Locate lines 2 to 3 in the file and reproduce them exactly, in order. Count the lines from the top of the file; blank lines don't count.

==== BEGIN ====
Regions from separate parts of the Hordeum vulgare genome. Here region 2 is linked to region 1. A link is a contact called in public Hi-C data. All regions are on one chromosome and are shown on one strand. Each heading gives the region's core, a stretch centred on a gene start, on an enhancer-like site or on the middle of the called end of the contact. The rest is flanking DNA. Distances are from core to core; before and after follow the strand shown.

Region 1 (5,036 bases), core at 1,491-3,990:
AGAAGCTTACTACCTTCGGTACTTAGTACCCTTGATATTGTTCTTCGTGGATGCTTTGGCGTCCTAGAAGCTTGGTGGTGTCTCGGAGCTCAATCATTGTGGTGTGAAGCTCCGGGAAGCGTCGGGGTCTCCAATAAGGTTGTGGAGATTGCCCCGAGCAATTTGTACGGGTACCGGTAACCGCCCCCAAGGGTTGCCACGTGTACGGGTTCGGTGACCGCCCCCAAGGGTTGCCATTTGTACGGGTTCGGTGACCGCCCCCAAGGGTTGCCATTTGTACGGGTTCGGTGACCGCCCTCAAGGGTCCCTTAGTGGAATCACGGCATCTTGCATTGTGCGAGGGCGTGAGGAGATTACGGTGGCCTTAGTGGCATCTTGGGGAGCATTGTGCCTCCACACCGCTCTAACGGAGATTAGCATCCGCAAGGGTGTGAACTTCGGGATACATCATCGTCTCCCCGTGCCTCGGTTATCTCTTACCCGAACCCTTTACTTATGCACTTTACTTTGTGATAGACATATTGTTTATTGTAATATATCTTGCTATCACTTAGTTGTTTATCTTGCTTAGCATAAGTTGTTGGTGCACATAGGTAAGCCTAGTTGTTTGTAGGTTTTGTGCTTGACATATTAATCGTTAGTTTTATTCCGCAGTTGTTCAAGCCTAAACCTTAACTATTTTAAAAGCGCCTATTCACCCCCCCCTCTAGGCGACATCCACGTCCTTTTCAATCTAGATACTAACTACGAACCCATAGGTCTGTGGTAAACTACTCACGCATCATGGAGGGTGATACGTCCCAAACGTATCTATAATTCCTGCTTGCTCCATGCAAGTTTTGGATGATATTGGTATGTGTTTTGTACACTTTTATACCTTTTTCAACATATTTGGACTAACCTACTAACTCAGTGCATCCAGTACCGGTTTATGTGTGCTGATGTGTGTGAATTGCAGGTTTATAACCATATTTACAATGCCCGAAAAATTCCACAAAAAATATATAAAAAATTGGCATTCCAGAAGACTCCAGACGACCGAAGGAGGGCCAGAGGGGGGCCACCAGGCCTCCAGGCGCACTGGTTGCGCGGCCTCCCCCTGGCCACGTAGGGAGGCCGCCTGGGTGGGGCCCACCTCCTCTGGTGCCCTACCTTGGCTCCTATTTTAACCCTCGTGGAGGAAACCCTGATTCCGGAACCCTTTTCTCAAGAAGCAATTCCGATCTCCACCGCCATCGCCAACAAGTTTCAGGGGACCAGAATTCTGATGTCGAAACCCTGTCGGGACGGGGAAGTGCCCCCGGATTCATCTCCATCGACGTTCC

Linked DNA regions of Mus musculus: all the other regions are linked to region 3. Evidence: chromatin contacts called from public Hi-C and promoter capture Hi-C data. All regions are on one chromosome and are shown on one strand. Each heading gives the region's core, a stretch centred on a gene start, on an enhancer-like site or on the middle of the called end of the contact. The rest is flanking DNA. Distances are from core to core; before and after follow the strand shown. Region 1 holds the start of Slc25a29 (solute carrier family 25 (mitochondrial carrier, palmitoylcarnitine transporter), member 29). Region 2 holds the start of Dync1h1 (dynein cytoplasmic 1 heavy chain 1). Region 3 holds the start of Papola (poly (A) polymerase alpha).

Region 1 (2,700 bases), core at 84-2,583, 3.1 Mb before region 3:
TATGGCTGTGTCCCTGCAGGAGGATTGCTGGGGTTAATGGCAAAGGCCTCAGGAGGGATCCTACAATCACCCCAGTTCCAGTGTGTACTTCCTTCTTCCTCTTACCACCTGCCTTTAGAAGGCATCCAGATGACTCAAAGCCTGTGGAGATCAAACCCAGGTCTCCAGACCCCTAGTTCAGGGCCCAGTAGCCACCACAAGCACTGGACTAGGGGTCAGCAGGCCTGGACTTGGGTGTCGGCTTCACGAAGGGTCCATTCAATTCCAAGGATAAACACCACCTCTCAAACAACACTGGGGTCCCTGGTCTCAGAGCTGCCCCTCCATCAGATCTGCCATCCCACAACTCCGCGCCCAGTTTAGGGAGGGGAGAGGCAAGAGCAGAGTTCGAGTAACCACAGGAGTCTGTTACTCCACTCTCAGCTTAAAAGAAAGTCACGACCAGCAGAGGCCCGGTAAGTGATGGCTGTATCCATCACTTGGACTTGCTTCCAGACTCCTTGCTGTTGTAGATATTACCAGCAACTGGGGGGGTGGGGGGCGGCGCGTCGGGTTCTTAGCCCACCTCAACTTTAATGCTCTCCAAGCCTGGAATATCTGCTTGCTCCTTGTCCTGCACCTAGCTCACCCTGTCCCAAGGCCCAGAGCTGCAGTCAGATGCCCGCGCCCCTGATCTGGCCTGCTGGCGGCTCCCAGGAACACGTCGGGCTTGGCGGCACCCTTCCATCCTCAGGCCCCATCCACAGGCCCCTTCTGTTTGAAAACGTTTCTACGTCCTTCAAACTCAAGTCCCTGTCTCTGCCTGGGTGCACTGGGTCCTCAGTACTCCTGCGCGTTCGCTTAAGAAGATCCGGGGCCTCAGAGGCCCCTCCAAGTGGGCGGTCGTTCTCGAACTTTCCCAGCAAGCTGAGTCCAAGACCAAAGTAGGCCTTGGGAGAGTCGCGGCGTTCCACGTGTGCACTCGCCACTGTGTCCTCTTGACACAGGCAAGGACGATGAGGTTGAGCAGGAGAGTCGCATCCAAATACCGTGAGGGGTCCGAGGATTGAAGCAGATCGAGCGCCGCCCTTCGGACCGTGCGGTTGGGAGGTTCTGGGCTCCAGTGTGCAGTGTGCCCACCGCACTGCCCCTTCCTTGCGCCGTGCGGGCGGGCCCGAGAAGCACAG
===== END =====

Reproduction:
Region 1 (5,036 bases), core at 1,491-3,990:
AGAAGCTTACTACCTTCGGTACTTAGTACCCTTGATATTGTTCTTCGTGGATGCTTTGGCGTCCTAGAAGCTTGGTGGTGTCTCGGAGCTCAATCATTGTGGTGTGAAGCTCCGGGAAGCGTCGGGGTCTCCAATAAGGTTGTGGAGATTGCCCCGAGCAATTTGTACGGGTACCGGTAACCGCCCCCAAGGGTTGCCACGTGTACGGGTTCGGTGACCGCCCCCAAGGGTTGCCATTTGTACGGGTTCGGTGACCGCCCCCAAGGGTTGCCATTTGTACGGGTTCGGTGACCGCCCTCAAGGGTCCCTTAGTGGAATCACGGCATCTTGCATTGTGCGAGGGCGTGAGGAGATTACGGTGGCCTTAGTGGCATCTTGGGGAGCATTGTGCCTCCACACCGCTCTAACGGAGATTAGCATCCGCAAGGGTGTGAACTTCGGGATACATCATCGTCTCCCCGTGCCTCGGTTATCTCTTACCCGAACCCTTTACTTATGCACTTTACTTTGTGATAGACATATTGTTTATTGTAATATATCTTGCTATCACTTAGTTGTTTATCTTGCTTAGCATAAGTTGTTGGTGCACATAGGTAAGCCTAGTTGTTTGTAGGTTTTGTGCTTGACATATTAATCGTTAGTTTTATTCCGCAGTTGTTCAAGCCTAAACCTTAACTATTTTAAAAGCGCCTATTCACCCCCCCCTCTAGGCGACATCCACGTCCTTTTCAATCTAGATACTAACTACGAACCCATAGGTCTGTGGTAAACTACTCACGCATCATGGAGGGTGATACGTCCCAAACGTATCTATAATTCCTGCTTGCTCCATGCAAGTTTTGGATGATATTGGTATGTGTTTTGTACACTTTTATACCTTTTTCAACATATTTGGACTAACCTACTAACTCAGTGCATCCAGTACCGGTTTATGTGTGCTGATGTGTGTGAATTGCAGGTTTATAACCATATTTACAATGCCCGAAAAATTCCACAAAAAATATATAAAAAATTGGCATTCCAGAAGACTCCAGACGACCGAAGGAGGGCCAGAGGGGGGCCACCAGGCCTCCAGGCGCACTGGTTGCGCGGCCTCCCCCTGGCCACGTAGGGAGGCCGCCTGGGTGGGGCCCACCTCCTCTGGTGCCCTACCTTGGCTCCTATTTTAACCCTCGTGGAGGAAACCCTGATTCCGGAACCCTTTTCTCAAGAAGCAATTCCGATCTCCACCGCCATCGCCAACAAGTTTCAGGGGACCAGAATTCTGATGTCGAAACCCTGTCGGGACGGGGAAGTGCCCCCGGATTCATCTCCATCGACGTTCC